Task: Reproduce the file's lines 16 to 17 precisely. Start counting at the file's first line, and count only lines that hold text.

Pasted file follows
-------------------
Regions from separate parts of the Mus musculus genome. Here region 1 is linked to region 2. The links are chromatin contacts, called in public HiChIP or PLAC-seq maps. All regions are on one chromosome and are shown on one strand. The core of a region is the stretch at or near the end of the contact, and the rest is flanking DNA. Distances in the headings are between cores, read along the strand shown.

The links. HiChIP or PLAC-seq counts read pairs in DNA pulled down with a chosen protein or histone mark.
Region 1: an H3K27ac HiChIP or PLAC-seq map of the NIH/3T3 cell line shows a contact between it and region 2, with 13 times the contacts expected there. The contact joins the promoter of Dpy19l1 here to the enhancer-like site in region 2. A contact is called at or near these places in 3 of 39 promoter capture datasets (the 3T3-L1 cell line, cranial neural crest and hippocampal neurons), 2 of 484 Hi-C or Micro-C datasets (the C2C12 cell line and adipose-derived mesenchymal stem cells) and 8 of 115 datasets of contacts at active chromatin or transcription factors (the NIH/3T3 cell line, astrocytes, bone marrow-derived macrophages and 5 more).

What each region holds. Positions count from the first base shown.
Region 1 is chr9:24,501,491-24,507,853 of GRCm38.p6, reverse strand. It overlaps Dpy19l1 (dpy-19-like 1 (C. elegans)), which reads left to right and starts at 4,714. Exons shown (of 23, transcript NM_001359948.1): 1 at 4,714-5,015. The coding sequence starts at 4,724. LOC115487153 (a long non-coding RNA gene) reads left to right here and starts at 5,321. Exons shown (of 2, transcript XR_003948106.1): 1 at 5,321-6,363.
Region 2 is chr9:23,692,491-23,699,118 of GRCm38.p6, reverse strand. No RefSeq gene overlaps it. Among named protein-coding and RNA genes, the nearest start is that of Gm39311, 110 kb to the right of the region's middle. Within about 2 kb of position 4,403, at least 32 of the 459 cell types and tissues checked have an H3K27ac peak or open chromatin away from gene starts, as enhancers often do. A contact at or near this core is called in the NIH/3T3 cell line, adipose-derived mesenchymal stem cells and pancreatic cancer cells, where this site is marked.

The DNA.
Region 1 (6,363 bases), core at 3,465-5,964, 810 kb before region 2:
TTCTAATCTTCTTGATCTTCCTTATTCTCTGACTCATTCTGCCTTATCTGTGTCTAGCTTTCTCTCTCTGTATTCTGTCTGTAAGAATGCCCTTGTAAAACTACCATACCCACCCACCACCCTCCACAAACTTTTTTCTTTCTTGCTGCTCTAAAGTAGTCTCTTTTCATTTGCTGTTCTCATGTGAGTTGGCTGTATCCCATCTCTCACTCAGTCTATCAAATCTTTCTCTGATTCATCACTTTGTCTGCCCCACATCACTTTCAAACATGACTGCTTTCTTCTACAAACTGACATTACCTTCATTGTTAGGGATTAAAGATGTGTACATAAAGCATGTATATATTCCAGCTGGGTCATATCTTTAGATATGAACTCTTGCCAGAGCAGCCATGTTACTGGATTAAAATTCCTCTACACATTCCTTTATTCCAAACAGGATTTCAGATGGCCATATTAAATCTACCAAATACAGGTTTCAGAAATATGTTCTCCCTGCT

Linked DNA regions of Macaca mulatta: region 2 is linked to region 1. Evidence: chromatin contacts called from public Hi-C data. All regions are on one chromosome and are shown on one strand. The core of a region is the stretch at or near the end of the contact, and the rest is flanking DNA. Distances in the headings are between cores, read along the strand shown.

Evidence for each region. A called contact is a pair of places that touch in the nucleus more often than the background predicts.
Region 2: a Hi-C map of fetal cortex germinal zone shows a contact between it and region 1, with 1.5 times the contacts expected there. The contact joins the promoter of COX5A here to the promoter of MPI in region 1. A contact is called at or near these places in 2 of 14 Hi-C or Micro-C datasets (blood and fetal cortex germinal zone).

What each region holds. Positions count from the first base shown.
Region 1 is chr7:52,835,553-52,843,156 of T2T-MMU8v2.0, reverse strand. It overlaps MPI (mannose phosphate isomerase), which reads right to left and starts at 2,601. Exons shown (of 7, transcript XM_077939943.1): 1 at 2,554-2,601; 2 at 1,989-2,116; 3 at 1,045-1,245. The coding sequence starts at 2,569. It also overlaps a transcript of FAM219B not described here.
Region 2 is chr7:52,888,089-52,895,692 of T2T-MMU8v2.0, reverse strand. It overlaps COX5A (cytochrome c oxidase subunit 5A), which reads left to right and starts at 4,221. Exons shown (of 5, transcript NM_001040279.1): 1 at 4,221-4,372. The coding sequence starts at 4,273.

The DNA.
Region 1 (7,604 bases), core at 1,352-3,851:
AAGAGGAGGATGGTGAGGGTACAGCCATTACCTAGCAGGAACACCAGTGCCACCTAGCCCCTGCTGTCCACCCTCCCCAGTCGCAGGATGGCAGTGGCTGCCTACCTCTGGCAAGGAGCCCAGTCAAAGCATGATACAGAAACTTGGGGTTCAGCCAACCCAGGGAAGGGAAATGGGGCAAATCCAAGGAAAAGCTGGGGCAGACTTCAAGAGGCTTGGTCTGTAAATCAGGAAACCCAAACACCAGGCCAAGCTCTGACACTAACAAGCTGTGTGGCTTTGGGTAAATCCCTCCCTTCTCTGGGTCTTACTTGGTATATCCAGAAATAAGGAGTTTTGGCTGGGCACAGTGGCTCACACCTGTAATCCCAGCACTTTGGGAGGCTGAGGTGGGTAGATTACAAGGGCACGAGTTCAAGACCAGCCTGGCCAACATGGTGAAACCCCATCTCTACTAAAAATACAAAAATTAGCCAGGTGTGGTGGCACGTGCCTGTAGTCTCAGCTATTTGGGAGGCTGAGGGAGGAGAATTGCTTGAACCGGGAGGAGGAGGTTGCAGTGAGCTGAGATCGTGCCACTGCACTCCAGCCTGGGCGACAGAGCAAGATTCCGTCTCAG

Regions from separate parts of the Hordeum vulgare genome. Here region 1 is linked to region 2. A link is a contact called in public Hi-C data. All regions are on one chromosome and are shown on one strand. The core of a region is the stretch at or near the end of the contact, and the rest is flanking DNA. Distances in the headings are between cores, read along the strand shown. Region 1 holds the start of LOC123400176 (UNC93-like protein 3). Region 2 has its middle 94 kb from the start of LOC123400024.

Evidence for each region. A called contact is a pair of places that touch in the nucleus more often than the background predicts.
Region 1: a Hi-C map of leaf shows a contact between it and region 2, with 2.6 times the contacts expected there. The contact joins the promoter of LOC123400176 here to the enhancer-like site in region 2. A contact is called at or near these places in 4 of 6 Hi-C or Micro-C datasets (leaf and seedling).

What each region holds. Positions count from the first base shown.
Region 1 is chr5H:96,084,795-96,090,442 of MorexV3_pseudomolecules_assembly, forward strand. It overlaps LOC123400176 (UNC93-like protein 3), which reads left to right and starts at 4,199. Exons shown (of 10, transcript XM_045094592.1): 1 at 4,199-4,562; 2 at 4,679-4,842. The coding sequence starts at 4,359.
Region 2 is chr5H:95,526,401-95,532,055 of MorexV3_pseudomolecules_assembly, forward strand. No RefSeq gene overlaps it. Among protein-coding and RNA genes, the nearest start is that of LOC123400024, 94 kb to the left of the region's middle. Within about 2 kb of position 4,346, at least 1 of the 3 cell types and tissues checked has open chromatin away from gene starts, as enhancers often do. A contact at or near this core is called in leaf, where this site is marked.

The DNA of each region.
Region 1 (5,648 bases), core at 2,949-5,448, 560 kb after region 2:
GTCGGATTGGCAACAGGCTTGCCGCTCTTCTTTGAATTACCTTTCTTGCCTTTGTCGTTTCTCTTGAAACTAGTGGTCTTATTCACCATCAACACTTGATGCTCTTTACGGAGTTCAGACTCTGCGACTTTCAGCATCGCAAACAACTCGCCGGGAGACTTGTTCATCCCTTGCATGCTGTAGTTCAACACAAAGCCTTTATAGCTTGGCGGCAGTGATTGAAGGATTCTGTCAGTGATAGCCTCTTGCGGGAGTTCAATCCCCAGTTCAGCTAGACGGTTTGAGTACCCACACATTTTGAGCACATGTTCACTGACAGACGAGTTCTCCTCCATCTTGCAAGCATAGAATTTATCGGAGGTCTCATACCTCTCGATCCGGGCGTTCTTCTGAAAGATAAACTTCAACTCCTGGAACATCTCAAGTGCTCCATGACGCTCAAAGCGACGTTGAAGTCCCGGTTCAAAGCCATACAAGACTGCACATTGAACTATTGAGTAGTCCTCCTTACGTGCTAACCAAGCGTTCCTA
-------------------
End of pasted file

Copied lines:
The DNA.
Region 1 (7,604 bases), core at 1,352-3,851: